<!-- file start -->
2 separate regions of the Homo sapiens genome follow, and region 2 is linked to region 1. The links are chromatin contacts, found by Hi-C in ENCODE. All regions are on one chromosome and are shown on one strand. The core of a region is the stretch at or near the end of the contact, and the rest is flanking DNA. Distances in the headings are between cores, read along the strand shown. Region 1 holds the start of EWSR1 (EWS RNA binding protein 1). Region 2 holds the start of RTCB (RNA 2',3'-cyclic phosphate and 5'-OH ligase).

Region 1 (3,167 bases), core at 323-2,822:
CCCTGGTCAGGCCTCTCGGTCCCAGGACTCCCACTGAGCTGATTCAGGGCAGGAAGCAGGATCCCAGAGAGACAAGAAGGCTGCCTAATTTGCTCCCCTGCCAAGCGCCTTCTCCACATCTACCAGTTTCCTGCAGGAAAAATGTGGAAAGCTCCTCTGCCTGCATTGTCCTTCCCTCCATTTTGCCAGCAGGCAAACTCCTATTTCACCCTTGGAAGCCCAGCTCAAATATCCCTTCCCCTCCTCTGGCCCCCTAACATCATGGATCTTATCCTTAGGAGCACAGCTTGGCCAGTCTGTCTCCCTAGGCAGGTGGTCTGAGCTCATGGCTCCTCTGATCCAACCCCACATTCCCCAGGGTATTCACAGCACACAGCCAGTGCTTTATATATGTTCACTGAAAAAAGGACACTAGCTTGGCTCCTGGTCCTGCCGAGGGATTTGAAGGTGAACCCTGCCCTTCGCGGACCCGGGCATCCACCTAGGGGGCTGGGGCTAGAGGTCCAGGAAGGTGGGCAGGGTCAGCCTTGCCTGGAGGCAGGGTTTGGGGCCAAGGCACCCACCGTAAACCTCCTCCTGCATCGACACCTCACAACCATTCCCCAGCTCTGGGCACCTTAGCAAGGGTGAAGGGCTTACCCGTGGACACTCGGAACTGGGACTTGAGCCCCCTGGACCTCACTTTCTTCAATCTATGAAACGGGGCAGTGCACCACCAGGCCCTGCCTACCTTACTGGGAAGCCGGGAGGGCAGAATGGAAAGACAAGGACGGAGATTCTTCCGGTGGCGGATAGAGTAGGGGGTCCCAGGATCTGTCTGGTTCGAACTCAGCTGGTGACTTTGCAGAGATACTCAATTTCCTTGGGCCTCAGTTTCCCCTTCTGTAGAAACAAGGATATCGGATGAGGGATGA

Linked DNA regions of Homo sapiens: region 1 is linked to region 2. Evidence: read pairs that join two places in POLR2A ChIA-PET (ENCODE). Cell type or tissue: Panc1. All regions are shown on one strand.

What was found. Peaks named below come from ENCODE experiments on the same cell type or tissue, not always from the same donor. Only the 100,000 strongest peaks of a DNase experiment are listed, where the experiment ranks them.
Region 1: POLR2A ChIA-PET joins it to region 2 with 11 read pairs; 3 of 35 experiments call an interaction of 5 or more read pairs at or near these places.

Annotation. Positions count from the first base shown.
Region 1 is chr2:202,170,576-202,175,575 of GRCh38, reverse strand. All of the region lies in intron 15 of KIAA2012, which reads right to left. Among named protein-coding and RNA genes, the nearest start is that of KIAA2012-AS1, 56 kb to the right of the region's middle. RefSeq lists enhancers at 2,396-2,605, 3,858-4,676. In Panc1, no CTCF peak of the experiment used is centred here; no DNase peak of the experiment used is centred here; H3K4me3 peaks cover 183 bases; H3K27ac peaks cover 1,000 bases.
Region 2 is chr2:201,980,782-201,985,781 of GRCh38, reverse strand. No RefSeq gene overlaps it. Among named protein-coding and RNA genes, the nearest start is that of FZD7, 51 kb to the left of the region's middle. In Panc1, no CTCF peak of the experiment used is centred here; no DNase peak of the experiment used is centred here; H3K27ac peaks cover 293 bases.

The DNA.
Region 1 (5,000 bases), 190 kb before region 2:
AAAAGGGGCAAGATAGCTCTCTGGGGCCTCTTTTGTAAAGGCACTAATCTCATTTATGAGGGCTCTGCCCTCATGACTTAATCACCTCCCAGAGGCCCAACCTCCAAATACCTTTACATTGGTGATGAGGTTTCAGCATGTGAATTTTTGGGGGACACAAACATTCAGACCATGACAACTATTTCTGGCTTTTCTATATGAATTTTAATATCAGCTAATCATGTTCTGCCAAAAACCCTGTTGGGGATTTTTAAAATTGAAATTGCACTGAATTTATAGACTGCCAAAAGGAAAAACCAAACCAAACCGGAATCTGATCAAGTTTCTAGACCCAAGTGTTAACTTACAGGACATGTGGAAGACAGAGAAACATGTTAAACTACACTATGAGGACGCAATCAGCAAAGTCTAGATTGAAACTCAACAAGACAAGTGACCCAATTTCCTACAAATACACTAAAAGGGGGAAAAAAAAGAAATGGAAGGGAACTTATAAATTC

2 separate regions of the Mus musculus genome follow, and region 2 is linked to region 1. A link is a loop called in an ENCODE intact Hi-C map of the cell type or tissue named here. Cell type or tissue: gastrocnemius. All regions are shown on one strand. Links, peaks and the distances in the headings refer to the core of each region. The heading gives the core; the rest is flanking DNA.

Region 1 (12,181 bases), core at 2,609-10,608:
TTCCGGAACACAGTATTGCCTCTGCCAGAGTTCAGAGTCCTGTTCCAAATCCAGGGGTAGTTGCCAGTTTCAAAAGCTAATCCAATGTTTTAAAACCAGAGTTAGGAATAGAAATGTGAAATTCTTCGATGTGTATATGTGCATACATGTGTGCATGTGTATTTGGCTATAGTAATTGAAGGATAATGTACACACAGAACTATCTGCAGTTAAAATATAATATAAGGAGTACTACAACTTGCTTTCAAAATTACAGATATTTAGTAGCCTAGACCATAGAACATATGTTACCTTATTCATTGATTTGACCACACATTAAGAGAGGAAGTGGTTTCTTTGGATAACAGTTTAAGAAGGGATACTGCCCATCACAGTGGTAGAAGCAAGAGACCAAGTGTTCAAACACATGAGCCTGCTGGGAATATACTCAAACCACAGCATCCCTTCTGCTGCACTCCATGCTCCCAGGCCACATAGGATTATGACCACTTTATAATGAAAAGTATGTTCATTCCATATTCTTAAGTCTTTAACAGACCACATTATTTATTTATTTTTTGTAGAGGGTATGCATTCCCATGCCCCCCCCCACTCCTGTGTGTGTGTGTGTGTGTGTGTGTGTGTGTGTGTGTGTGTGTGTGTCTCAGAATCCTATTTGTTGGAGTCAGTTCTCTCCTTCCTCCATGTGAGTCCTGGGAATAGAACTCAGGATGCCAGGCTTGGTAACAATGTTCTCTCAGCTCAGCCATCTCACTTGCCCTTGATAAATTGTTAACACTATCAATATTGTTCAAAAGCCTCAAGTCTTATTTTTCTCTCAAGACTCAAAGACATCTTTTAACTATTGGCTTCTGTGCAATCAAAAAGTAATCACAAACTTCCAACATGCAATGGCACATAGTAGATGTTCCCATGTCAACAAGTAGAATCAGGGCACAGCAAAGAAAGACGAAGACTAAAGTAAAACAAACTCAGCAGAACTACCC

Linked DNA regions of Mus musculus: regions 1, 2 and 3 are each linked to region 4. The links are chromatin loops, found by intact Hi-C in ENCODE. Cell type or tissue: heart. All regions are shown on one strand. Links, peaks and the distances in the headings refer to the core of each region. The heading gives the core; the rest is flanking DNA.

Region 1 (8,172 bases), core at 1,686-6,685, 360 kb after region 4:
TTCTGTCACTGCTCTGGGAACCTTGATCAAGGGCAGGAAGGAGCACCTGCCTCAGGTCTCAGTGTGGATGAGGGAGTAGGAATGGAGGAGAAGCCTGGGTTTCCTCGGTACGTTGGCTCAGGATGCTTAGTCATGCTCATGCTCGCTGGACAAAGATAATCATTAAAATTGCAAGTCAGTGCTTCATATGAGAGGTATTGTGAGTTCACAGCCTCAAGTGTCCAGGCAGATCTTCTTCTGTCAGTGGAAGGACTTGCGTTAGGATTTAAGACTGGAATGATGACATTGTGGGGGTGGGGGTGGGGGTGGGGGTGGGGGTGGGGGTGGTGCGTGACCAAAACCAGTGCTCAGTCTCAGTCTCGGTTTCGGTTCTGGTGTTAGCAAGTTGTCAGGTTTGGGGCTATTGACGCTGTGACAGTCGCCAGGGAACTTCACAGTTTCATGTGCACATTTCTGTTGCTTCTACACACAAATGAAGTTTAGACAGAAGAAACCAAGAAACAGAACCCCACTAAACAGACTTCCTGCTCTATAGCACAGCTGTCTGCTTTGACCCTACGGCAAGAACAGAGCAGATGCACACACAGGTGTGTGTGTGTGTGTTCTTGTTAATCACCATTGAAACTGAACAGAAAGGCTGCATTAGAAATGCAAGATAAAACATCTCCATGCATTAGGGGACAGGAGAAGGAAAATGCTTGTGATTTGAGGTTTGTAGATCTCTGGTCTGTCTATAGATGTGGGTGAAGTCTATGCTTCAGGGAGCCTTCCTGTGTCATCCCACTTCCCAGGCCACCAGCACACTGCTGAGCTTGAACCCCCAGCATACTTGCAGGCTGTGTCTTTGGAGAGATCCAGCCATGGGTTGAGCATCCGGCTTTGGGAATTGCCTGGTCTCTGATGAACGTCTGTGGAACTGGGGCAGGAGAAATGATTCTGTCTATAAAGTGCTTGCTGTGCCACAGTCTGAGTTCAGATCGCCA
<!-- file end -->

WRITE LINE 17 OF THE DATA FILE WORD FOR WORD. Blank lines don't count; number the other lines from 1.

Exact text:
Region 1 (8,172 bases), core at 1,686-6,685, 360 kb after region 4: